Of course, landlords should continue to act reasonably when attempting to gain access to their properties. Guidance requires landlords to take a pragmatic and common sense approach, including looking at each case on a case by case basis. If tenants are preventing access to the property, you should ask them why. Are they self-isolating? Are they shielding? If so, find out why and when their period of self-isolation and/or shielding will end. Maybe an appointment can be arranged for after this? Try to discuss as well as resolve any concerns that your tenant and/or members of their household may have. As you can appreciate, this is a very distressing time for everyone, so whatever you can do to help alleviate tenants’ concerns is likely to be well received and may result in access being voluntarily provided.
You could remind the tenant that a gas safety check appointment can still take place in accordance with Government guidance regarding public health. Suggesting that contractors will wear protective clothing during visits and that tenants can isolate in a separate room to where the gas safety check takes place in order to observe social distancing may ease a tenant’s concerns. Give assurances where you can. On the other hand, tenants should also be reminded that the gas safety check is very important as a faulty gas appliance can be just as deadly as Covid-19!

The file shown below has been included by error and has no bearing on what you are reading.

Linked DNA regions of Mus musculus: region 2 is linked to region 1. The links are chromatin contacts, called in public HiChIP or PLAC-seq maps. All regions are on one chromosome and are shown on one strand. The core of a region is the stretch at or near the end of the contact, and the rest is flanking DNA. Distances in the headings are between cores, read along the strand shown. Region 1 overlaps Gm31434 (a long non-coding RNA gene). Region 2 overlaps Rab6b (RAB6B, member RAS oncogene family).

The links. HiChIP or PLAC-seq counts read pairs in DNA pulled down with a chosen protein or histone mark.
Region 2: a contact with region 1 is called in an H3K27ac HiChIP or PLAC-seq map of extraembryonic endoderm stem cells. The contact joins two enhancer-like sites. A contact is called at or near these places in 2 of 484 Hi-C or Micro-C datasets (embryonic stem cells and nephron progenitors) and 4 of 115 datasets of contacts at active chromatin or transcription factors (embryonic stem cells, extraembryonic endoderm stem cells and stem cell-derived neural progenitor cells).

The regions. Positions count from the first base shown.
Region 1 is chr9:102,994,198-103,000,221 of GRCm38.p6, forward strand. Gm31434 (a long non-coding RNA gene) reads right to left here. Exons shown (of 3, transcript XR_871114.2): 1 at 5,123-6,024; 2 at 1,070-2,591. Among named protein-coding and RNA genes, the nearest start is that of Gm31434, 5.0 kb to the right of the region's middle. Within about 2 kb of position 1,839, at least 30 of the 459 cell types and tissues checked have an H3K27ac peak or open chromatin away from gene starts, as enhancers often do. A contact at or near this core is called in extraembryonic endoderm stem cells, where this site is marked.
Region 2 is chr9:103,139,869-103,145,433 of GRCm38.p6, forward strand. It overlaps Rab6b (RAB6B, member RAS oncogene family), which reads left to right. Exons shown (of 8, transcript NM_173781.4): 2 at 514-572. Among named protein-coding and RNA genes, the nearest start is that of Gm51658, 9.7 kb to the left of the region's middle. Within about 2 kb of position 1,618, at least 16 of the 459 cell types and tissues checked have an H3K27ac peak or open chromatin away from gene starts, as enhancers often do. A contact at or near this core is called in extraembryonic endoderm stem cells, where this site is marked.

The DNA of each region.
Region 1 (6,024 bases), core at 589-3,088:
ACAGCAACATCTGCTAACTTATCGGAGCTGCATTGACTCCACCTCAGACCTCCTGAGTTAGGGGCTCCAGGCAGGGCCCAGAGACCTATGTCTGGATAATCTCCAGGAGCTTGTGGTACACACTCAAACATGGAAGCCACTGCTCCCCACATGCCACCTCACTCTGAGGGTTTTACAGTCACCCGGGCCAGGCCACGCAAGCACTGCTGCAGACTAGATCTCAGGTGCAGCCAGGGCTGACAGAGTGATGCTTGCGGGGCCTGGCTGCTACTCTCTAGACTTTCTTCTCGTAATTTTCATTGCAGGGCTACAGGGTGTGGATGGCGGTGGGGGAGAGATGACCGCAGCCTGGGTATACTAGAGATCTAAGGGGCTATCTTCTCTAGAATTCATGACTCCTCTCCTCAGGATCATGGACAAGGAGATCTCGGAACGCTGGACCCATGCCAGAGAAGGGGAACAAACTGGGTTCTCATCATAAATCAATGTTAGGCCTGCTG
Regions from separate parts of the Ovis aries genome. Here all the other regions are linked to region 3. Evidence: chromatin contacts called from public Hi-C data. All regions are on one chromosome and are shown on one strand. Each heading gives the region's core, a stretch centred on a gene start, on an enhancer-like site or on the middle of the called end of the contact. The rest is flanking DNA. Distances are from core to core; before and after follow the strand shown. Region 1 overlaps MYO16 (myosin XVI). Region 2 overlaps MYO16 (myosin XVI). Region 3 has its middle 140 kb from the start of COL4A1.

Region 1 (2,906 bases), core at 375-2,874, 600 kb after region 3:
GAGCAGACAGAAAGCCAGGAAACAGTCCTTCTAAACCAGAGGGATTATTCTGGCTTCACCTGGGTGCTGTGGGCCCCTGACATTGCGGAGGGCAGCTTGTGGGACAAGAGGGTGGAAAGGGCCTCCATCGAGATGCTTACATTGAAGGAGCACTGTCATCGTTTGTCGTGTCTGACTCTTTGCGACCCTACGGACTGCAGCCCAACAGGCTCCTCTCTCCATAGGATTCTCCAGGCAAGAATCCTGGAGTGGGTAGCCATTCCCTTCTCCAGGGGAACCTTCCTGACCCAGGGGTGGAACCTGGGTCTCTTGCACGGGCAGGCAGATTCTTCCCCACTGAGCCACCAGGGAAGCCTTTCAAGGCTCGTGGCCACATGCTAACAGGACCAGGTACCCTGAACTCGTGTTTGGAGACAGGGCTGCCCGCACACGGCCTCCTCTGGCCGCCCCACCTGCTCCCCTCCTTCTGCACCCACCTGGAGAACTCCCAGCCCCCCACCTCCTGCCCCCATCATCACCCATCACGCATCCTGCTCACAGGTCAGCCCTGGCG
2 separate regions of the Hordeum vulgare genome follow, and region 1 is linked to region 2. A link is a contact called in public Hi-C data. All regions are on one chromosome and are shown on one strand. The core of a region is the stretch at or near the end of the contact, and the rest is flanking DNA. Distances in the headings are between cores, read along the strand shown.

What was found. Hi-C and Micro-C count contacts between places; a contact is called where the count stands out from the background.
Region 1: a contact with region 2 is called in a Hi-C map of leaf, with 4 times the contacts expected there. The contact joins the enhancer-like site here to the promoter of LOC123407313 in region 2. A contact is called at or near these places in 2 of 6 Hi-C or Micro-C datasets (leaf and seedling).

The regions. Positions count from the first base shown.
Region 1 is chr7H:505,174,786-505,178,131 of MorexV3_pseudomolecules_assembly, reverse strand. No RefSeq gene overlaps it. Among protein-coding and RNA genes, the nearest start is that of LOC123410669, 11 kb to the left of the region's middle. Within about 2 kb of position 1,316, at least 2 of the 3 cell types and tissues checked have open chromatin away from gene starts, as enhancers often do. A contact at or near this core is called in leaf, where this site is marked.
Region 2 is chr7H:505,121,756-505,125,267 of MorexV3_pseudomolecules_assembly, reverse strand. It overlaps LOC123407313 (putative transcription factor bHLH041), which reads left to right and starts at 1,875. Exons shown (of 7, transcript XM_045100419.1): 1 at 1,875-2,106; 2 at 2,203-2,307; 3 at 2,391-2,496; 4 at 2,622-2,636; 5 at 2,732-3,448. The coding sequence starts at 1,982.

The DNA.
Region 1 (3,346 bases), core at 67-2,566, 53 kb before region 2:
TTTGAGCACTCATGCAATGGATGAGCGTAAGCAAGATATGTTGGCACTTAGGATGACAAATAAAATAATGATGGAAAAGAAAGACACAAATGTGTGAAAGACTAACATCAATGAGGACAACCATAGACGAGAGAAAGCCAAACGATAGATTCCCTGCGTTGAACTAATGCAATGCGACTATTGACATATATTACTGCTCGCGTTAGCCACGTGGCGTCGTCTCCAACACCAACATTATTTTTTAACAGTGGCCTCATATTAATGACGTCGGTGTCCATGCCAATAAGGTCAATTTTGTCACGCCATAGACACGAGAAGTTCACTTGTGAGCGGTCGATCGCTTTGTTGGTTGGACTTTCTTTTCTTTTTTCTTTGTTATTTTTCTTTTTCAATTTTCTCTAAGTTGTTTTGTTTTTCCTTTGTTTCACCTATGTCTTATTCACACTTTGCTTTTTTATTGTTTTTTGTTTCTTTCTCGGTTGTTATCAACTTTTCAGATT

Evidence of Compliance
The statutory obligation requires landlords to ensure that they have taken reasonable steps to comply with the law. Failing to do so means that you are technically in breach and subject to liability. It is therefore crucial to keep good records of any communication with the tenant (warning/appointment letters, emails, attempted calls) and details of the engineer’s attempts to enter the property. You should also record any decision to delay an appointment for access due to shielding or self-isolation and communicate this to the tenant. Tenants’ whose gas safety appointments have to be postponed should be made aware of who to call in the event that they have any concerns in the meantime, for example, if they can smell gas or suspect a leak.